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Internal radiotherapy

Internal radiotherapy is also called brachytherapy. It can treat some types of eye cancer by using a small radioactive disc called a plaque.

What is plaque radiotherapy?

Plaque radiotherapy delivers high dose radiation to a small area. You have a small radioactive metal disc placed over the cancer on the affected eye. The disc comes in different sizes but are small enough to place over the cancer on the eye. The plaque continually gives off radiation while it is in place and it treats a small area.

It treats the part of the eye it covers. Side effects can vary slightly depending on the type of radioactive material used. It doesn’t affect any other part of your body.

To attach the plaque to your eye you have an operation, usually with a general anaesthetic. You will stay in hospital for a few days while the plaque stays in place. This is because there is a small risk of radiation exposure to others.

The plaque is removed before you go home, so there will not be any radioactivity in your eye when you leave the hospital.

Your eye specialist will explain your treatment, how long you stay in hospital and how it will feel.

When you might have it

You can have plaque radiotherapy for different types of eye cancer. For example, a melanoma inside the eye that has not spread into the socket. You can’t have this treatment if your cancer is too thick. This is because the radiation would not reach all the cancer. In this case, you would have external beam radiotherapy instead.

Planning treatment

Before you start the treatment you have an appointment to plan your radiotherapy. Your radiation oncologist works with other radiation specialists to calculate the dose of treatment. The amount you have and the time it is in place depends on:

  • the thickness of the cancer
  • the size of the cancer
  • the size of plaque used

Your treatment usually starts within 2 weeks. In this time the specialist works out the correct dose for you. Your radiotherapy team will let you know when your treatment will start. 

Operation

To have plaque radiotherapy you need an operation. You usually have a general anaesthetic so you are unconscious. In some eye centres, you might have a local anaesthetic. So you are awake but the eye area is numbed.

You have the plaque sewn in place over the eye cancer. The inner lining placed directly on the eye cancer contains the radioactive treatment. The outer lining has a protective shield. It can stay in place for up to a week, depending on how thick your cancer is. The thicker the cancer is the longer the treatment lasts.

The surgery takes about an hour. Afterwards you may have some discomfort or pain, you will have painkillers to relieve this. Although you might have some pain after surgery, you do not feel the radiation from the plaque.

Usually you have a gauze pad and a protective shield over the eye being treated. These stay over your eye while the plaque is in place. Your nurse will check your eye regularly for signs of inflammation or infection. You might have eye drops to help reduce the risk of an infection.

Will I be radioactive?

While you have the plaque in place, you stay in a single room in the hospital. This is because the plaques gives off a small amount of radiation meaning other people in the room are exposed to it. Your nurses will check the amount of time your visitors spend in your room. Although the radiation level is very low, pregnant women and children should not visit at all.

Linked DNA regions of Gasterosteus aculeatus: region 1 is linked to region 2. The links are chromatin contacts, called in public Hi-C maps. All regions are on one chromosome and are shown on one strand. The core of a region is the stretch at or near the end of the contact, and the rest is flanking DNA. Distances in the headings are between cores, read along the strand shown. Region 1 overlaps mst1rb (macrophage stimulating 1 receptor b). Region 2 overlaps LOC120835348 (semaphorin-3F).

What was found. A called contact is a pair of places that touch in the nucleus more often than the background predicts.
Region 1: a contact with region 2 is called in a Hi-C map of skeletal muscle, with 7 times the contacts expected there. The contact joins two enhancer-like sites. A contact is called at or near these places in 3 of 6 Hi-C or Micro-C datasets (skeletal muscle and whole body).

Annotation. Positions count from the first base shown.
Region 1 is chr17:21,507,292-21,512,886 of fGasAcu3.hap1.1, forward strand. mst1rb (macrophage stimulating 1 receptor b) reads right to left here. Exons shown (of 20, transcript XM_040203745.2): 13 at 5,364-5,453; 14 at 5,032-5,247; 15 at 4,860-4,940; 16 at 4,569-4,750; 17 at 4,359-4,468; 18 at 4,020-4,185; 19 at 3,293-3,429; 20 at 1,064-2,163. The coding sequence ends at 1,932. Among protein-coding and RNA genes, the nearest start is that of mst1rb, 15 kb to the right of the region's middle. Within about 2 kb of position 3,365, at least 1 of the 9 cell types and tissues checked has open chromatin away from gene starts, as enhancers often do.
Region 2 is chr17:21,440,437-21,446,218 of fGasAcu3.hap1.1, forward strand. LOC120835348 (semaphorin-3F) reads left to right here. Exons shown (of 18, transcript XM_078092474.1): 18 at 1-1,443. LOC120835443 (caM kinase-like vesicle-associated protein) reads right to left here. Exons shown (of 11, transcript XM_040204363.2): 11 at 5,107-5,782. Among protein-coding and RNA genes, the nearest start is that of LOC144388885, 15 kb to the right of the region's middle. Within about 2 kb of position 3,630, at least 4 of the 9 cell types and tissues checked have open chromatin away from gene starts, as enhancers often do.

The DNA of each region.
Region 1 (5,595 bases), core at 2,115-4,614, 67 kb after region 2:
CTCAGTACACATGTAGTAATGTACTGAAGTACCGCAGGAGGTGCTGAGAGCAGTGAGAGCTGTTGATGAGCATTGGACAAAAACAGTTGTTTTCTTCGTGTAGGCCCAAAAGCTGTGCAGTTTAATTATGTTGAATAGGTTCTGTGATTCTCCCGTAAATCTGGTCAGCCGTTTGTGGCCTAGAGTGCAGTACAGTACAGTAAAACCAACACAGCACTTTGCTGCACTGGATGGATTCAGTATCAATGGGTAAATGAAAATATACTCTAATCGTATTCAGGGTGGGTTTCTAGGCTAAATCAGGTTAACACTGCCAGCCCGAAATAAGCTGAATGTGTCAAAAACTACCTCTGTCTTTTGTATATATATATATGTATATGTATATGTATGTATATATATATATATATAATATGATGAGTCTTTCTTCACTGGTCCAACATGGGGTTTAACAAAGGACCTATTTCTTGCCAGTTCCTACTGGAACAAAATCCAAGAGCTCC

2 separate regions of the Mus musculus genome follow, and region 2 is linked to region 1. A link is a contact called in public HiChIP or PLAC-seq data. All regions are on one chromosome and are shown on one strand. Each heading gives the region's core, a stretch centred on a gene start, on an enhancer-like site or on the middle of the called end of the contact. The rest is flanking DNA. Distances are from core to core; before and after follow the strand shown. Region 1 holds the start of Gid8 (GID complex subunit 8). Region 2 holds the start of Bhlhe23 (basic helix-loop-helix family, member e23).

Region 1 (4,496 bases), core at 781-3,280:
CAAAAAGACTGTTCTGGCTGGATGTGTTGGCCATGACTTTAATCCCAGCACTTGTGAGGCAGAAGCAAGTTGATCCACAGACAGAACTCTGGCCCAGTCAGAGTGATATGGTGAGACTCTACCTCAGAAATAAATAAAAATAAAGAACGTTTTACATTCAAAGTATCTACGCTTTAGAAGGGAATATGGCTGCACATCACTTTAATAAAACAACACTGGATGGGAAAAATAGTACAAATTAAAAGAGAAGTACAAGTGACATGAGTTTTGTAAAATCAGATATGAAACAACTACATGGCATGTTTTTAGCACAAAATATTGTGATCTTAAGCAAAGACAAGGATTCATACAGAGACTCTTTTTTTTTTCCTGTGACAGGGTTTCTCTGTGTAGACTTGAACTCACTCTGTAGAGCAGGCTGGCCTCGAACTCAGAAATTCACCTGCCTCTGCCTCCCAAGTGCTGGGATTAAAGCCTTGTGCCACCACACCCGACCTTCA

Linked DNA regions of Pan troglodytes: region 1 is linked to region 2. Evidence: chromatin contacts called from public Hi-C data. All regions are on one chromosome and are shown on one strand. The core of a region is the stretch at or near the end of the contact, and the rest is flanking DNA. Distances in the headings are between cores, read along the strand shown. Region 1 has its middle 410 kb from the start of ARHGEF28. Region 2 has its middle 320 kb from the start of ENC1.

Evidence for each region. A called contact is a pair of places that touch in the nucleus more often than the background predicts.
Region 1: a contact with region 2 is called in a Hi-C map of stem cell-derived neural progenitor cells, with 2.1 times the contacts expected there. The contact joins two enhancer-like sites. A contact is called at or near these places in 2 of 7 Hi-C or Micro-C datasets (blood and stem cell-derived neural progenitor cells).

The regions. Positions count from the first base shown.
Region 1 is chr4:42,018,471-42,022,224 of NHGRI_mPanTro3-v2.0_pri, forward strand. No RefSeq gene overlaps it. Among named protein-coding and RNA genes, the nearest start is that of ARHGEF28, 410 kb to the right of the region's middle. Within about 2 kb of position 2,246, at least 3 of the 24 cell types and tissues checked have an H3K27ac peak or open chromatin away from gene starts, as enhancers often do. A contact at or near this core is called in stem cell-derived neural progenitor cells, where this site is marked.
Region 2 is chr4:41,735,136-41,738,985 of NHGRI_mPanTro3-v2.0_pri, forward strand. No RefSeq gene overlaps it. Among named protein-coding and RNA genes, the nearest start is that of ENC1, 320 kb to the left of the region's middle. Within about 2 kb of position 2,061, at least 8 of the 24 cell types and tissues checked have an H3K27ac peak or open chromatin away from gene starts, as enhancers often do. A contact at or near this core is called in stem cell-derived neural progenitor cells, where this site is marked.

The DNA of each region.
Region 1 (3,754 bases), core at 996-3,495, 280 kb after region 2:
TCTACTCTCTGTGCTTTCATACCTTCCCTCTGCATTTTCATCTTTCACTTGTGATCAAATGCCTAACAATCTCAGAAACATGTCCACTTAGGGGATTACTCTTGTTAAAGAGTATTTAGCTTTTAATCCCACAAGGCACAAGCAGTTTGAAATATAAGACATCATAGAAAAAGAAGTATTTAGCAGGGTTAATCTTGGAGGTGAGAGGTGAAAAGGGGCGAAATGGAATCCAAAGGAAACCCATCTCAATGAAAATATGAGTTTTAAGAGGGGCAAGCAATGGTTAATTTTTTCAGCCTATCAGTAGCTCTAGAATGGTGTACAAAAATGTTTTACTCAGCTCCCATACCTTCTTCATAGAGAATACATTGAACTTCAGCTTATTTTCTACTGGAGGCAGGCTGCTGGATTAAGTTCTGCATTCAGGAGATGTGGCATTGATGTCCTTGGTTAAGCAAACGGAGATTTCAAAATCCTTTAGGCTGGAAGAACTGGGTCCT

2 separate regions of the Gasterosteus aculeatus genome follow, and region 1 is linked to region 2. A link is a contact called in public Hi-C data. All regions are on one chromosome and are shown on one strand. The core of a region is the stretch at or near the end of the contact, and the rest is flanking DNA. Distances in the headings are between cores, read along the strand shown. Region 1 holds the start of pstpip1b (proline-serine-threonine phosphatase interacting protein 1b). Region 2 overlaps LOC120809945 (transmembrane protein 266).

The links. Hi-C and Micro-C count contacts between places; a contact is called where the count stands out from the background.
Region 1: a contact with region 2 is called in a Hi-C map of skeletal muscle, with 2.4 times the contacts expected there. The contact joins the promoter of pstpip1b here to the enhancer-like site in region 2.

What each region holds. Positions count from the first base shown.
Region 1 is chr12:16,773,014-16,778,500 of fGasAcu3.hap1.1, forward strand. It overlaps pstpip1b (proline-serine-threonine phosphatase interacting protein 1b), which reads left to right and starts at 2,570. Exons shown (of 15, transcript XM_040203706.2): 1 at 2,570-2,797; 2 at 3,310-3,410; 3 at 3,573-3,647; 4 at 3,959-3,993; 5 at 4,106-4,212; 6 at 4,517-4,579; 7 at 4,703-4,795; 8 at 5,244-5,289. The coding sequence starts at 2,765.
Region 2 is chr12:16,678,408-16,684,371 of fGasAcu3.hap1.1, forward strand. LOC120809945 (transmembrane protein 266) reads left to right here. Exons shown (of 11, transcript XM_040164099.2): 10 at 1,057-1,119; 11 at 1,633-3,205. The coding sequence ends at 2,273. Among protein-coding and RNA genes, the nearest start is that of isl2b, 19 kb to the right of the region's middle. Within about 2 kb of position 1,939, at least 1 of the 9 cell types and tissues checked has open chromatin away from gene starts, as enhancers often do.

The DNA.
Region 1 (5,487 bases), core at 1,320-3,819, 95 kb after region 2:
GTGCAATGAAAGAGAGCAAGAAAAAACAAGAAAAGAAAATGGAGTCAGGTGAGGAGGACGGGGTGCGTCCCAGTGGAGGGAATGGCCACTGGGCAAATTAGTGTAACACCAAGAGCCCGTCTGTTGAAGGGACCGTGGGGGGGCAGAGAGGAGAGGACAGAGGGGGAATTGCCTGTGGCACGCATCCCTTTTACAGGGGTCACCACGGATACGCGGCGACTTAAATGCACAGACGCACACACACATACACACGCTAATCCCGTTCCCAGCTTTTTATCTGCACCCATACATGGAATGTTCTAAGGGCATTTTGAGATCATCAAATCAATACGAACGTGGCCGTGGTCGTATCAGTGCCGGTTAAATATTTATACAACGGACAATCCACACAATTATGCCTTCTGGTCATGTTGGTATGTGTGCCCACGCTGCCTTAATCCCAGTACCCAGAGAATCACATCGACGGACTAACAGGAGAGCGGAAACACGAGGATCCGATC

Staying in hospital

The plaque can be in place from 2 to 7 days. During this time there are precautions you need to take including:

  • always let your nurse know before you leave and when you return to your room
  • do not flush the toilet or empty the bath, your nurse will do this
  • do not have a shower

This is so your nurse can check the plaque is in place and has not fallen out. It is very unlikely for the plaque to fall out, but checking it regularly is an important part of your care.

It can be quite difficult and boring having to stay in one room, even if it is only for a few days. Make sure you take something to keep you occupied. Recordings of favourite music or talking books are a good idea. It is safe to watch TV as it needs very little eye movement. The ward usually provides a radio or TV. If they can’t provide one, ask if you can take your own in.

When the treatment time has finished, you have another operation to remove the radioactive plaques. After this, all the radiation is gone. You do not give off any radiation to yourself or anyone you are with. All your personal belongings that were in the room with you during the treatment are safe to take home. They won’t be radioactive.

Going Home

You usually go home the same day or the day after the plaque is removed. You may have eye drops to use at home. These help to reduce the risk of infection and inflammation.

You shouldn’t feel unwell, but it is common for your eye to look red for a few weeks. You may also have blurred vision in the treated eye. How long this lasts does vary, but it can be a few weeks. Do speak your eye specialist if you have any concerns. 

Last reviewed: 
23 Nov 2018
  • Uveal Melanoma Guidelines
    Melanoma Focus, January 2015

  • Ocular oncology: advances in retinoblastoma, uveal melanoma and conjunctival melanoma 
    M Vasalaki and others  
    British Medical Bulletin, 2017. Vol 121, Issue 1, Pages 107–119

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